The recently opened JW Marriott – Austin’s newest arrival – tells the story of a city experiencing monumental growth. The 1,000-plus room hotel, with its massive conference rooms and prime location in the heart of Austin’s downtown corridor, was built to accommodate Austin’s non-stop deluge of events, including ACL, SXSW, and F1, to name a few. It is the city’s largest hotel to-date, but designers didn’t want that single fact to take away the Austin vibe so they pulled in some inspiration from the city itself – a decision that is most noticeable by the format of the hotel’s restaurant choices. For instance, the walk-up Burger Bar on the exterior of the building was made to mirror both Austin’s beloved food truck scene and the exceptionally popular, line-out-the-door Hopdoddy burger joint.

“The goal of the design was to evoke a sense of the real Austin and create a seamless experience from the exterior to the interior,” says sales and marketing director Jay Spurr. “The muted colors and natural textures like limestone, stained white oak, and chiseled stone conjure images of the natural habitat surrounding the hotel. Combined with the cultural inspiration – the cool, hipster vibe, artisan scene, and music-heavy culture – designers have managed to bring the outside in.”

A Tour of JW Marriot

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FUTURE

Rather than just being a hotel, [South Congress Hotel’s] owners are hoping it will become a connected hub to the neighborhood.

Still under construction, South Congress Hotel is planned for a fall 2015 opening, and its design team is working to help it exude a vibe synonymous with the street after which it’s named. According to co-owner Jesse Herman, South Congress Hotel’s location, separate from the more international hotels, will allow it to more easily adapt to local sensibilities. Rather than just being a hotel, its owners are hoping it will become a connected hub to the neighborhood – especially as Austin extends its reach south.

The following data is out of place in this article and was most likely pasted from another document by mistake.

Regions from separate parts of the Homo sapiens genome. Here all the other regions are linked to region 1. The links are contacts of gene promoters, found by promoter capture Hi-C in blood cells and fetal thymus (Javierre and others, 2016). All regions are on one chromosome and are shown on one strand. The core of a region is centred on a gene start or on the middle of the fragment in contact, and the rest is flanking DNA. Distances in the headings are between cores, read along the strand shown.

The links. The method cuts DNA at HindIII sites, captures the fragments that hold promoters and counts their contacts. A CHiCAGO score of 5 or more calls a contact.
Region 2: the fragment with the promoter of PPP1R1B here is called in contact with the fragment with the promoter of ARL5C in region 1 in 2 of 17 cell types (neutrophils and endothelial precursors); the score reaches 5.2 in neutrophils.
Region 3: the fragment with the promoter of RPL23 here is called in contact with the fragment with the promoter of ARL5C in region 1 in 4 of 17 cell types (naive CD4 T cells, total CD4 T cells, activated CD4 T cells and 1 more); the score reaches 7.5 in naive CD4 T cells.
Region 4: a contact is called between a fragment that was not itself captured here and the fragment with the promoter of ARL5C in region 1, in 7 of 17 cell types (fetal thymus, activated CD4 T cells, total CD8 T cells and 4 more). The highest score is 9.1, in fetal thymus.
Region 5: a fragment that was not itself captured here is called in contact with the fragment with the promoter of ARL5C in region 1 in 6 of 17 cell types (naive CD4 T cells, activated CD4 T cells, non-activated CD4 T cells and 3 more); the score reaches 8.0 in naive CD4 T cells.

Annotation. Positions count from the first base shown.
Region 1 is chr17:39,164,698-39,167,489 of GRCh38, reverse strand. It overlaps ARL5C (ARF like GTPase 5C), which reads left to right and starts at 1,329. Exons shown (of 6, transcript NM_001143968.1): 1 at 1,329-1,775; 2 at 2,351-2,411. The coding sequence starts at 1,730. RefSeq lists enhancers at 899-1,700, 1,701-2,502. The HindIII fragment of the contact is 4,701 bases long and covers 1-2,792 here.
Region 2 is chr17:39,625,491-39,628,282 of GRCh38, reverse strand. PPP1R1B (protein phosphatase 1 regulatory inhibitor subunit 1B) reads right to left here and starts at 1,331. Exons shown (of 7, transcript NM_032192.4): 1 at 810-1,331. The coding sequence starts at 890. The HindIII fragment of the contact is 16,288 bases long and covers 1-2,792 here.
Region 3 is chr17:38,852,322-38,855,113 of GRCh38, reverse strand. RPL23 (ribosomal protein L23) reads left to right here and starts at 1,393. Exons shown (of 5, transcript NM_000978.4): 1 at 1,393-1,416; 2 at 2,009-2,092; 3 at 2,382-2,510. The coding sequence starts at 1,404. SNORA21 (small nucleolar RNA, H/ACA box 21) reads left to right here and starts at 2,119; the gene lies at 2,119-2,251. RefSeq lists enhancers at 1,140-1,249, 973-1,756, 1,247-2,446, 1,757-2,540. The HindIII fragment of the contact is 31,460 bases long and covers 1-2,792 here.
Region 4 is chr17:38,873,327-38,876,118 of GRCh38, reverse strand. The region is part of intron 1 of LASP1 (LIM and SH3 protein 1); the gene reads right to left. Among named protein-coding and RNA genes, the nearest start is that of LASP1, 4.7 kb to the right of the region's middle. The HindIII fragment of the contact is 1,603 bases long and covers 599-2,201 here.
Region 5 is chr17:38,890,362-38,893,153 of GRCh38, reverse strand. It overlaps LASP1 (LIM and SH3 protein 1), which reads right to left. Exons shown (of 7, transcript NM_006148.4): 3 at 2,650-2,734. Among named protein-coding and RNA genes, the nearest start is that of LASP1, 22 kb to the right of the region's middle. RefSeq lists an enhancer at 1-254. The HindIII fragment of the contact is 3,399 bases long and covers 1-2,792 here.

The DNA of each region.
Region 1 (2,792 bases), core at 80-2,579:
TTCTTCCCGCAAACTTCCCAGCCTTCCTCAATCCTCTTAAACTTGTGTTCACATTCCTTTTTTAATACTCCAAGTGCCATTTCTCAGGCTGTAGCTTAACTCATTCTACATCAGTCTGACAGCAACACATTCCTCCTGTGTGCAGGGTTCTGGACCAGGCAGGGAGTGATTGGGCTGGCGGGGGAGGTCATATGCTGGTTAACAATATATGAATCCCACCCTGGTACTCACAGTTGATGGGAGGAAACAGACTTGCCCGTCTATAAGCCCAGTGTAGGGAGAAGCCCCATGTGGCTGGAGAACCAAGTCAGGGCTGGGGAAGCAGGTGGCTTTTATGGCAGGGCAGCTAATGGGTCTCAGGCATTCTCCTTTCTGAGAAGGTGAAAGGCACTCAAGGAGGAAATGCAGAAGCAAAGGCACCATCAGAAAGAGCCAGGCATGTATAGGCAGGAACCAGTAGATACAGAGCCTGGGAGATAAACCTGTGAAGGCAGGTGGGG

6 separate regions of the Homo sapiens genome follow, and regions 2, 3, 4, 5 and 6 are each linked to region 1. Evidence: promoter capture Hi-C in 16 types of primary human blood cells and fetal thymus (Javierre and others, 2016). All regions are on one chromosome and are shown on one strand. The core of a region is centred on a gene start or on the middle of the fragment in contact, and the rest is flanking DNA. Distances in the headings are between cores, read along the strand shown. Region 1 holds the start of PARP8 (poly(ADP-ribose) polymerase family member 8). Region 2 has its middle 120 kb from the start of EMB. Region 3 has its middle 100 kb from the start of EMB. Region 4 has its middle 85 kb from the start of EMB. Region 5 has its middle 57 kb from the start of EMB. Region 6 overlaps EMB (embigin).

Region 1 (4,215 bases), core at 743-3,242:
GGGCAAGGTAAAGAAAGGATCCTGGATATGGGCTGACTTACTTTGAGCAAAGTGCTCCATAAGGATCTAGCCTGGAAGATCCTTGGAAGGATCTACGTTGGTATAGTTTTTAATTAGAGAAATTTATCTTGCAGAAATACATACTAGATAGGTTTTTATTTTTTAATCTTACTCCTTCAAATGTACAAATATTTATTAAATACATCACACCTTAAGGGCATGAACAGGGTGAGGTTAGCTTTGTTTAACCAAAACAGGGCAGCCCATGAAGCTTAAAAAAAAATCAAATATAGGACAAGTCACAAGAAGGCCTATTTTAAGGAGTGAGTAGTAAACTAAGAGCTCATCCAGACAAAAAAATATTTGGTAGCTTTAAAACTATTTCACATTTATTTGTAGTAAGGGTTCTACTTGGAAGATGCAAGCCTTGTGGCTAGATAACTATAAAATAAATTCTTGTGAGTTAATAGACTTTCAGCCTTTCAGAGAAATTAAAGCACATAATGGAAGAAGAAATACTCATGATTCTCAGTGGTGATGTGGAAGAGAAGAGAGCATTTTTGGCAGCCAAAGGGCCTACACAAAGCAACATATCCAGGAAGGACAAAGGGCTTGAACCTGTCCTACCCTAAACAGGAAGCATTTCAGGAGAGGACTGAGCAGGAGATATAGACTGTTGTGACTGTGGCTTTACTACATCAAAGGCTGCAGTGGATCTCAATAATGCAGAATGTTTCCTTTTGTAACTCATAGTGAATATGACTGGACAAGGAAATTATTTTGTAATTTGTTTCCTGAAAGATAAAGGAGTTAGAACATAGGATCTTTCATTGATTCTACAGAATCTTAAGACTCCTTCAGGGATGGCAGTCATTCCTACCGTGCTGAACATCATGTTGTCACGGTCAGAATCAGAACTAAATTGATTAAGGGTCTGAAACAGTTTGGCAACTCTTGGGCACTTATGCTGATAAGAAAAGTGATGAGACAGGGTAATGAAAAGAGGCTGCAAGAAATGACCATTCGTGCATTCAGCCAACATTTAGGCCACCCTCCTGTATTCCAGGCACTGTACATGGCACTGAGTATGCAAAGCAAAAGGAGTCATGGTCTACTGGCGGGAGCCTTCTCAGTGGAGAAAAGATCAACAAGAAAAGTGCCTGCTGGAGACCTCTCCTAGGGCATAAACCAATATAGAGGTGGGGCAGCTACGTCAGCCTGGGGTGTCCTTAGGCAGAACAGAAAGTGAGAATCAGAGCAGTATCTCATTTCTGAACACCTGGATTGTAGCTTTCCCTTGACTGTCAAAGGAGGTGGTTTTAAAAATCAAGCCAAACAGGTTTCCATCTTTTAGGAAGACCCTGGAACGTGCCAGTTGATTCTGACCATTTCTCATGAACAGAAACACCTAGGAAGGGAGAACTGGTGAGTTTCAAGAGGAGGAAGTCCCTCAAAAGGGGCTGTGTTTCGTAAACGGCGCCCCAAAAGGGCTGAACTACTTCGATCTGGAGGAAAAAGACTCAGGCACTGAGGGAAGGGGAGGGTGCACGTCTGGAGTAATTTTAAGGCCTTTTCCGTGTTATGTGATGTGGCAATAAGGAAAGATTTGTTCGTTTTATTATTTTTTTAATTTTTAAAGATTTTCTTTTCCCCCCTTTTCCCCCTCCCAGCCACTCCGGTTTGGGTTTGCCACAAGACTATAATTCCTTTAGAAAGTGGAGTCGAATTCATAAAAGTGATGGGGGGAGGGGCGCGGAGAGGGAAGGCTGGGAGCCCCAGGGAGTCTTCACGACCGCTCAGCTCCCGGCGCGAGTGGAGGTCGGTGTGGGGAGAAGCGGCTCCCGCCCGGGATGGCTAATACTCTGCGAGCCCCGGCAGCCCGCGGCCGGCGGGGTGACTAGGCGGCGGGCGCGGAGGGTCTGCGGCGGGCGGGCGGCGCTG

The design team has spent months to ensure that every component of South Congress Hotel – from the shops and restaurants to the lobby to the rooms – is unique to Austin, creating an aesthetic Herman calls “rustic elegance.”

“The people of Austin are the most inspiring part of the city for me,” says Herman, “So we are simply trying to create something wonderful that we hope they embrace and make a part of the fabric of the community.”

It doesn’t hurt that Austin culinary master Paul Qui is one of those locals bringing the Austin flavor deeper into the hotel’s roots. Qui is set to expand his Austin food empire with the addition of Otoko, a 12-seat Japanese sushi restaurant within the hotel.

A Tour of South Congress Hotel

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The city’s skyline, a variegated mix of traditional and modern, tells a story of our evolution from small political city to connected multi-cultural hub. The style of Austin’s landmark hotels not only align with the era in which they were born, but in the community whose needs they must now fulfill. The future Austin will certainly be different, but hopefully the individuality and independence of the people we celebrate remains in the forefront.


Writing: Rachael Genson – @rmgenson
Images: All Images Courtesy of Respective Hotels